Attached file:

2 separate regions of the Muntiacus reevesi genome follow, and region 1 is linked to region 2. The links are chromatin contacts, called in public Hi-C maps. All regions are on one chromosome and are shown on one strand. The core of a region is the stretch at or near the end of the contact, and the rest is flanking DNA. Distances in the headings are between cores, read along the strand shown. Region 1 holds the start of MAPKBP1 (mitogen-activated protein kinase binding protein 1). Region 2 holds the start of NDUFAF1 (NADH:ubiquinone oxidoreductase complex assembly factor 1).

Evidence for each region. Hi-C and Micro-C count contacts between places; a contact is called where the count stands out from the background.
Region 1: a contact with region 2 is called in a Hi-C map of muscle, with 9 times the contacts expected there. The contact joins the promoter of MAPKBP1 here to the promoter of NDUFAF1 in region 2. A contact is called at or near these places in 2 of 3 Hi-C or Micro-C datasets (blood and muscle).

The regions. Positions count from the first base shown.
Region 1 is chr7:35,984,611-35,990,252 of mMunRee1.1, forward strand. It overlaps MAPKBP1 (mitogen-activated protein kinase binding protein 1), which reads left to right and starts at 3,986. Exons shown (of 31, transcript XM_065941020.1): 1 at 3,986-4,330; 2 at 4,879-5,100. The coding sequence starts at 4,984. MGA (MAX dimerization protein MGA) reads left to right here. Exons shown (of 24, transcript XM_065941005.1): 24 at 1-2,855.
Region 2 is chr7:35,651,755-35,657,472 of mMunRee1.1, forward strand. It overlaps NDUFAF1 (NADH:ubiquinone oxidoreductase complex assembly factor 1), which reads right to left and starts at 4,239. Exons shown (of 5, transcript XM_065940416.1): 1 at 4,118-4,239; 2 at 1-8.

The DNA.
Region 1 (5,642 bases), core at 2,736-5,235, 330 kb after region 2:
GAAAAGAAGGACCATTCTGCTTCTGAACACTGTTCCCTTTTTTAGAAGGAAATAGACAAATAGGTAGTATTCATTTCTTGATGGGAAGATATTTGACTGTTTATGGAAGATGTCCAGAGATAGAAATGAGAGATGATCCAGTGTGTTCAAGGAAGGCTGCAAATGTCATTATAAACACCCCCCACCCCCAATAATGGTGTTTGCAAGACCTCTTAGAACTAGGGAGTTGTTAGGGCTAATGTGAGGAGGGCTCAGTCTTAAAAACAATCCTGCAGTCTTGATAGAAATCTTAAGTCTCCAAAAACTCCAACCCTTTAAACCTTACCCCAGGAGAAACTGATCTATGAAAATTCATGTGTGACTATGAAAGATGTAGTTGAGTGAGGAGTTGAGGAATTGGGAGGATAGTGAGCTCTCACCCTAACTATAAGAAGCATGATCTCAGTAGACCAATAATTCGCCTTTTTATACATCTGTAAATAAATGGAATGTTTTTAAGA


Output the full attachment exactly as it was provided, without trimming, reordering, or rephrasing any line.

2 separate regions of the Muntiacus reevesi genome follow, and region 1 is linked to region 2. The links are chromatin contacts, called in public Hi-C maps. All regions are on one chromosome and are shown on one strand. The core of a region is the stretch at or near the end of the contact, and the rest is flanking DNA. Distances in the headings are between cores, read along the strand shown. Region 1 holds the start of MAPKBP1 (mitogen-activated protein kinase binding protein 1). Region 2 holds the start of NDUFAF1 (NADH:ubiquinone oxidoreductase complex assembly factor 1).

Evidence for each region. Hi-C and Micro-C count contacts between places; a contact is called where the count stands out from the background.
Region 1: a contact with region 2 is called in a Hi-C map of muscle, with 9 times the contacts expected there. The contact joins the promoter of MAPKBP1 here to the promoter of NDUFAF1 in region 2. A contact is called at or near these places in 2 of 3 Hi-C or Micro-C datasets (blood and muscle).

The regions. Positions count from the first base shown.
Region 1 is chr7:35,984,611-35,990,252 of mMunRee1.1, forward strand. It overlaps MAPKBP1 (mitogen-activated protein kinase binding protein 1), which reads left to right and starts at 3,986. Exons shown (of 31, transcript XM_065941020.1): 1 at 3,986-4,330; 2 at 4,879-5,100. The coding sequence starts at 4,984. MGA (MAX dimerization protein MGA) reads left to right here. Exons shown (of 24, transcript XM_065941005.1): 24 at 1-2,855.
Region 2 is chr7:35,651,755-35,657,472 of mMunRee1.1, forward strand. It overlaps NDUFAF1 (NADH:ubiquinone oxidoreductase complex assembly factor 1), which reads right to left and starts at 4,239. Exons shown (of 5, transcript XM_065940416.1): 1 at 4,118-4,239; 2 at 1-8.

The DNA.
Region 1 (5,642 bases), core at 2,736-5,235, 330 kb after region 2:
GAAAAGAAGGACCATTCTGCTTCTGAACACTGTTCCCTTTTTTAGAAGGAAATAGACAAATAGGTAGTATTCATTTCTTGATGGGAAGATATTTGACTGTTTATGGAAGATGTCCAGAGATAGAAATGAGAGATGATCCAGTGTGTTCAAGGAAGGCTGCAAATGTCATTATAAACACCCCCCACCCCCAATAATGGTGTTTGCAAGACCTCTTAGAACTAGGGAGTTGTTAGGGCTAATGTGAGGAGGGCTCAGTCTTAAAAACAATCCTGCAGTCTTGATAGAAATCTTAAGTCTCCAAAAACTCCAACCCTTTAAACCTTACCCCAGGAGAAACTGATCTATGAAAATTCATGTGTGACTATGAAAGATGTAGTTGAGTGAGGAGTTGAGGAATTGGGAGGATAGTGAGCTCTCACCCTAACTATAAGAAGCATGATCTCAGTAGACCAATAATTCGCCTTTTTATACATCTGTAAATAAATGGAATGTTTTTAAGA